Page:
How to Create Sagittal Balance in MIS Correction of Adult Spinal Deformity

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Sagittal balance, an important radiological criterion, directly affects functional outcomes in patients with adult spinal deformity (ASD). Recent data on pelvic parameters and spinal alignment objectives indicate that spinal alignment objectives should be age-specific. Normative values for elderly patients show increasing sagittal vertical alignment and decreasing lumbar lordosis.
Sagittal balance has been achieved intraoperatively through positioning, facetectomy, interbody lordotic implant, and osteotomy. Specific deformity factors such as flexibility, degree and type, extent of imbalance, instrumentation level, and prior spinal surgery must be considered when techniques are chosen to achieve sagittal balance. Morbidity and complications of open correction of ASD are especially significant in the elderly. Hence, surgical goals in the elderly should advocate the least risky path, should be age-specific, and probably should avoid the use of three-column osteotomy.
Selection among minimally invasive surgery (MIS) techniques should be predicated on judicious patient selection and basic principles of sagittal balance. Figure 1 shows our staged protocol for creating sagittal balance in ASD. Evaluation with 36” standing radiographs, magnetic resonance imaging, computed tomography, and bone density scans is followed by an MIS ante-psoas lateral approach, discectomy, and sequential placement of segmental 12° lordotic cages anteriorly from L4–5 and rostrally to L1–2 or T12–L1. On the same day, an L5–S1 anterior lumbar interbody fusion is carried out through an MIS oblique lateral approach. Patients are recovered postop, transferred to the floor, and encouraged to ambulate on the same day. This allows for documentation of relief of neurogenic claudication and radiculopathy due to indirect reduction of spinal stenosis. On the second day, a standing 36” radiograph is obtained and coronal and sagittal balance reassessed, allowing planning and fine-tuning at the posterior second stage 3 days later.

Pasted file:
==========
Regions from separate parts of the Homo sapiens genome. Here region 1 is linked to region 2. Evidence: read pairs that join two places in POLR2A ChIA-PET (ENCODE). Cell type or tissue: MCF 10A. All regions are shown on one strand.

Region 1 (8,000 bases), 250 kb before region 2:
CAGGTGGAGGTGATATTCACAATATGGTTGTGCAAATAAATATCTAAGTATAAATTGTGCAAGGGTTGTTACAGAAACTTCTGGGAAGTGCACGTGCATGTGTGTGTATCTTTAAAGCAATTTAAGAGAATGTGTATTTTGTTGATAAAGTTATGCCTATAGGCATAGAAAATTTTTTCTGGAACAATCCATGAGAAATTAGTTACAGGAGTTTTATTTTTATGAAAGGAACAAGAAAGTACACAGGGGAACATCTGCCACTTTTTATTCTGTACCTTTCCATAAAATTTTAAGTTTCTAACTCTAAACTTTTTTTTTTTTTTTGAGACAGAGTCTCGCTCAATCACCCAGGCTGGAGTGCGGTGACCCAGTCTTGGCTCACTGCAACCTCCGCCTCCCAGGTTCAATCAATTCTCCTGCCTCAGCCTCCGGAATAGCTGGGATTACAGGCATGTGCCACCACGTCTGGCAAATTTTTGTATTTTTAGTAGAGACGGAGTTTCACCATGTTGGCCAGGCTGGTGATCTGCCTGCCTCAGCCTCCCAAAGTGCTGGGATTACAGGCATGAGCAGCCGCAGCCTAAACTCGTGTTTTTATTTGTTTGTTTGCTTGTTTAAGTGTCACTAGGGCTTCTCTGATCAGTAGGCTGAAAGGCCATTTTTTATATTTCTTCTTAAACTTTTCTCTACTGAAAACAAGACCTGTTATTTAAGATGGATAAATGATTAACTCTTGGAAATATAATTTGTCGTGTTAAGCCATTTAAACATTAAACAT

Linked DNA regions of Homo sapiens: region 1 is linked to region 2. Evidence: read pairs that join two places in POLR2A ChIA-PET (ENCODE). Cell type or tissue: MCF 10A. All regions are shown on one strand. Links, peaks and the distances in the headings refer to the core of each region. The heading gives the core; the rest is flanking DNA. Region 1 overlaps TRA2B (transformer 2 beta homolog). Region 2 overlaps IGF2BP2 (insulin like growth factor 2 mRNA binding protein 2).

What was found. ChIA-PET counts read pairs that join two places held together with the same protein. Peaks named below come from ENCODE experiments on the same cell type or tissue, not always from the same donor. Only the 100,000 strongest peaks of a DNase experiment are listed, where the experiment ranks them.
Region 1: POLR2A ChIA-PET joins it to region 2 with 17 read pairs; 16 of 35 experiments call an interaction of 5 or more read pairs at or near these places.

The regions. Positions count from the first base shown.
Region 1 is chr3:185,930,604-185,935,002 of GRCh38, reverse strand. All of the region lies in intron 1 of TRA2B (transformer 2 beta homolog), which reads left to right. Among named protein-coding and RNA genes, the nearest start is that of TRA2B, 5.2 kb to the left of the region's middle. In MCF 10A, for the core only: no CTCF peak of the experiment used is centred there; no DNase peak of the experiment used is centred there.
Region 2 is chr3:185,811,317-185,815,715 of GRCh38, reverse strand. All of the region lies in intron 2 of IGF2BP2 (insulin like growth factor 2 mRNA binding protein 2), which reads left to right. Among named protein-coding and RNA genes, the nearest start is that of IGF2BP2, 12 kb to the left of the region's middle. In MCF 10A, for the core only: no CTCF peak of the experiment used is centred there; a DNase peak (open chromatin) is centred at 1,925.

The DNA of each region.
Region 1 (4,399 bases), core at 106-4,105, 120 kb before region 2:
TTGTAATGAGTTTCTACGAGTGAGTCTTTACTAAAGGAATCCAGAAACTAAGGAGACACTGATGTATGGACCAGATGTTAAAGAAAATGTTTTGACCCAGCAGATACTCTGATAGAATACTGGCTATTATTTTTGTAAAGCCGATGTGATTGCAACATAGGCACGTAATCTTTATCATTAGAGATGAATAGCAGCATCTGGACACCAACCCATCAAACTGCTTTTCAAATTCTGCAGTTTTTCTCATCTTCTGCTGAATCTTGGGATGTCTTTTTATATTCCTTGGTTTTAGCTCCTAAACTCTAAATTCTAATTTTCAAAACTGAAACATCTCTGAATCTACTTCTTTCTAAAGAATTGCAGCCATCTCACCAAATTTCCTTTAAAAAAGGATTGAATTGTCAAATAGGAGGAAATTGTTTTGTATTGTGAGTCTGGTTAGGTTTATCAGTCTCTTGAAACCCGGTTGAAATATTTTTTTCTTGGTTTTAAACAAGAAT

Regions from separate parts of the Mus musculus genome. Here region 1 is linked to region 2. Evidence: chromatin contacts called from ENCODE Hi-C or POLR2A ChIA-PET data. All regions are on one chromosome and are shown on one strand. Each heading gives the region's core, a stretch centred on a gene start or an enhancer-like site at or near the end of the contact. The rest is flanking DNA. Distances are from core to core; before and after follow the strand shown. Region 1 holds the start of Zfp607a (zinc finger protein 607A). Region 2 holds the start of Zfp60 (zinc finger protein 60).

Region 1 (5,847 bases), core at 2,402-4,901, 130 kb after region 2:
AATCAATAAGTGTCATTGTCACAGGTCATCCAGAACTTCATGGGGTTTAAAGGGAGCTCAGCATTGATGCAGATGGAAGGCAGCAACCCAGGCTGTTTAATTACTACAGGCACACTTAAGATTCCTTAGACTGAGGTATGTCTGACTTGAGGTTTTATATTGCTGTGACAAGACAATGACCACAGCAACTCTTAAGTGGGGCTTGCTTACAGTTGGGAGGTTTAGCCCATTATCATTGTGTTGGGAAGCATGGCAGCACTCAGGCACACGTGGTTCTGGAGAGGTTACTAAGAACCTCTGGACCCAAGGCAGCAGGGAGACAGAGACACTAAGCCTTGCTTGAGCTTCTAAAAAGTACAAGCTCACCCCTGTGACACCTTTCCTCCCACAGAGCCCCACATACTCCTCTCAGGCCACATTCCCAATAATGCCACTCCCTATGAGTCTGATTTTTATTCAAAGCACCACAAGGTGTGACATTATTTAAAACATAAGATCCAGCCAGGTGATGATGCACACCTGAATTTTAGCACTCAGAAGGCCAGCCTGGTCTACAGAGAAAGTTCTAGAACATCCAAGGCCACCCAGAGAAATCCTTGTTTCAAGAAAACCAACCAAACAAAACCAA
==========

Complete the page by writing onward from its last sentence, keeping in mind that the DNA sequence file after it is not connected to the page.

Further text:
During the posterior stage, paraspinal 1” incisions allow placement of pedicle screws with extenders under fluoroscopy or navigation. The rod is contoured according to the lordosis required and is passed through the extenders. Sequential reduction allows for translation and derotation of the spine. Posterior fusion is carried out, usually at T12–L1, T11–12, and T10–11, without interbody fusion.
Our 10-year experience with a staged surgical protocol consisting of MIS lateral intradiscal release, segmental 12° lordotic cages, MIS anterior lumbar interbody fusion, staged reassessment of coronal and sagittal balance followed by second-stage percutaneous instrumentation, and rod contouring and reduction allows circumferential MIS correction of sagittal balance in ASD.

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